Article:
Skywatch Line for Friday, August 11 through Sunday, August 13, 2017

This is Dudley Observatory’s Skywatch Line for Friday, August 11 through Sunday, August 13, written by Sam Salem.

On Friday, Sun rises at 5:58am and sets at 8:03pm; Moon rises at 10:19pm. Last quarter Moon occurs on Monday at 9:15PM.

One hour after sunset, magnitude –1.8 Jupiter hangs just a little more than 10 degrees above the southeast horizon, while Saturn, magnitude 0.3, is already at the meridian and starting to lose altitude. In the morning sky, Venus, at magnitude –4.0, continues its long-running apparition. It rises well before astronomical twilight begins and is a dominant sight at dawn. Venus will continue as “morning star” all through summer and to the end of fall.

Friday and Saturday nights present the peak nights of the Perseid meteor shower. Watch from late evening till dawn on both nights. The greatest number of meteors typically fall in the hours before dawn, and on a moonless night you can often spot 50 or more meteors per hour. This year the bright waning gibbous Moon lights up the morning hours, intruding on the annual Perseid meteor display. Perseids are well worth watching because a good percentage of these meteors should be bright enough to overcome moonlit glare. The Perseids are known to be colorful meteors. According to NASA’s Meteoroid Office, the Perseids have more fireballs than any other major shower. The constellation Perseus is the radiant for the annual Perseid meteor shower. But you don’t need to know the constellation Perseus to watch the Perseid meteor shower. The Perseids fly every which way across the starry heavens. The radiant sits low in the northeast sky at evening and climbs upward throughout the night. The higher that the radiant is in your sky, the more Perseid meteors you’re likely to see. The radiant is highest before dawn. The earliest historical account of Perseid activity comes from a Chinese record in 36 AD, where it was reported that “more than 100 meteors flew in the morning.” The Perseid meteors happen around this time every year, as Earth in its orbit crosses the orbital path of Comet Swift-Tuttle. Dusty debris left behind by the comet smashes into Earth’s upper atmosphere, lighting up the nighttime as fiery Perseid meteors.

The faint constellation Ophiuchus, the Serpent Bearer appears in the south to southwest sky on August and September evenings, above the bright star Antares, the brightest in the constellation Scorpius, the Scorpion. Planet Saturn appears near Antares, somewhat brighter than Scorpius’ brightest star. Saturn shines in front of the constellation Ophiuchus and will continue to do for several more months. Ophiuchus’ brightest star, Rasalhague, marks the of Ophiuchus’, the Serpent Bearer, Head. Rasalhague is from the Arabic word (ras-al-hawwa) which means the Head of the Serpent Collector.

Saturday marks the anniversary of the discovery of the first of two moons of Mars. On August 12 1877, American astronomer Asaph Hall discovered the first of two moons of Mars. He named the first Deimos. Five days later, on August 17 1877, he observed a second moon, which he named Phobos. In Greek mythology, these are the sons of Ares (Mars) and Aphrodite (Venus). Deimos is Greek for “panic” and phobos is Greek for “fear.” These moons are composed of carbon-rich rock like C-type asteroids and ice. Their densities are so low that they cannot be pure rock. Both are heavily cratered. They are probably asteroids perturbed by Jupiter into orbits that allowed them to be captured by Mars.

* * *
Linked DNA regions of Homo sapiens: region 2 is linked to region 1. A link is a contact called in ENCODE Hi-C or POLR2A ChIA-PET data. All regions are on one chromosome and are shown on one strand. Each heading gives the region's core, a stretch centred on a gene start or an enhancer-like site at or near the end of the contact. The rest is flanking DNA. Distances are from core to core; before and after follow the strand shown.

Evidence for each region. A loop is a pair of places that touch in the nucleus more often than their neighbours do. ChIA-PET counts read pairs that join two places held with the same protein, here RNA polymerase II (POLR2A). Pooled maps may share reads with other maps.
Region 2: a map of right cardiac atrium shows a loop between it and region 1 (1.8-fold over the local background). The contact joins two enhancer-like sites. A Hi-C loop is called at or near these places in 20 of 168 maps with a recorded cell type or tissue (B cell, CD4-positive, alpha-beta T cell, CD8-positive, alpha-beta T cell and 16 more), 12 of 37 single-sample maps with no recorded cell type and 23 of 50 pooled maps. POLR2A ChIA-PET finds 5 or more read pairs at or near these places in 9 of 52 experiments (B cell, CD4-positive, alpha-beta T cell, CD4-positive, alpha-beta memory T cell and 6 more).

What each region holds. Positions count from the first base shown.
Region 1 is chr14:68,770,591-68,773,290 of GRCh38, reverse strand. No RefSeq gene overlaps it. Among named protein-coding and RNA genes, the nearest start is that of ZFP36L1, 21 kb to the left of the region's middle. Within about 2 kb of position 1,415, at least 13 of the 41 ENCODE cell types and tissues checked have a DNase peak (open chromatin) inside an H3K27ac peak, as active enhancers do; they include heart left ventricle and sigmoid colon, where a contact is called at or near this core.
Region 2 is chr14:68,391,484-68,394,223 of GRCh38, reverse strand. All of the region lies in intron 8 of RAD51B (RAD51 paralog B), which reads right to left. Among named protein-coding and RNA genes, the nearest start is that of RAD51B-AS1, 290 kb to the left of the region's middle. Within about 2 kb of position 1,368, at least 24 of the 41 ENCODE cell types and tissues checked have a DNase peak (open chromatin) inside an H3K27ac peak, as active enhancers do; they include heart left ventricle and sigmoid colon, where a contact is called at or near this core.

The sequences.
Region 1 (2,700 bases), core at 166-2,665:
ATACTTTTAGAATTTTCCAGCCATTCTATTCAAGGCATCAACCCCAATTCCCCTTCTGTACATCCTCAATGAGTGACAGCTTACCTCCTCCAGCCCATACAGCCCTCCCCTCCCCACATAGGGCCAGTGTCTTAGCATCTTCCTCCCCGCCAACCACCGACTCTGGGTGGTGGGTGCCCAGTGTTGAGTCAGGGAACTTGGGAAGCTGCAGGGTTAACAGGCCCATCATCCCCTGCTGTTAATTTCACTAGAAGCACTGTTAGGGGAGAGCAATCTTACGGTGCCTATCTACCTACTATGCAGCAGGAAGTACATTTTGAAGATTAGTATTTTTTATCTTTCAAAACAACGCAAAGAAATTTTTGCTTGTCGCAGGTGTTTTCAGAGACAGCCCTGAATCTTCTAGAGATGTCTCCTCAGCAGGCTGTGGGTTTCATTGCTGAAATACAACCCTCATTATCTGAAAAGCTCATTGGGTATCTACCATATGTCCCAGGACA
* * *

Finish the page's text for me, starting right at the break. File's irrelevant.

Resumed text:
Skywatch Line for Monday and Tuesday, March 13th and 14th, 2017

This is the Skywatch Line for Monday and Tuesday, March 13th and 14th.

Now that Daylight Savings Time is in effect, the Sun sets at 7 PM; night falls at 8:34. Dawn breaks at 5:34 AM and ends with sunrise at 7:08.

Two bright and one dim planets appear in the darkening western sky. Venus, in Pisces, is the brightest and lowest at 13 degrees altitude. It glares at minus 4.3 magnitude, is large in our instruments at 56 arc-seconds, but shows only a very thin crescent at 5.6 percent. It sets at 8:44 PM. Mars, in Aries, is second brightest at first magnitude and appears nearly full, but is a tiny 4 arc-seconds in size; it hovers 31 degrees above the western horizon. It sets at 10:21 PM. Uranus, in Pisces, is dimmest at sixth magnitude, appears smaller than Mars in our telescopes and is 21 degrees high; it sets at 9:27 PM.

The just-passed-full Moon rises at 8:13 PM in Virgo and blazes at minus 12th magnitude. Tuesday finds it rising in Virgo at 9:14 PM. The rising Moon will blot out most deep-sky objects, like galaxies and nebulas. However, the Moon will not obscure the giant planet Jupiter, which also rises in Virgo at 9:11 PM. Jupiter, the Moon and Virgo’s bright star Spica will form an attractive triangle Tuesday night.

Jupiter shines at minus 2.4 magnitude and appears a large 43 arc-seconds in size. The giant planet remains up all night. Astronomers can have a double treat from Jupiter. The Great Red Spot, a giant storm, will be visible at 3:18 AM and at 11:09 PM on Tuesday. Jupiter’s moon Europa disappears behind the giant planet at 4:37 AM also on Tuesday.

Twilight affords a challenge object, the asteroid 4Vesta. It’s about one-and-a-half degrees below the star Upsilon Geminorum. It shines at seventh magnitude and is a tiny 0.4 seconds in size, requiring detailed star charts from astronomy media. Observers should try before the Moon gets too high in the sky.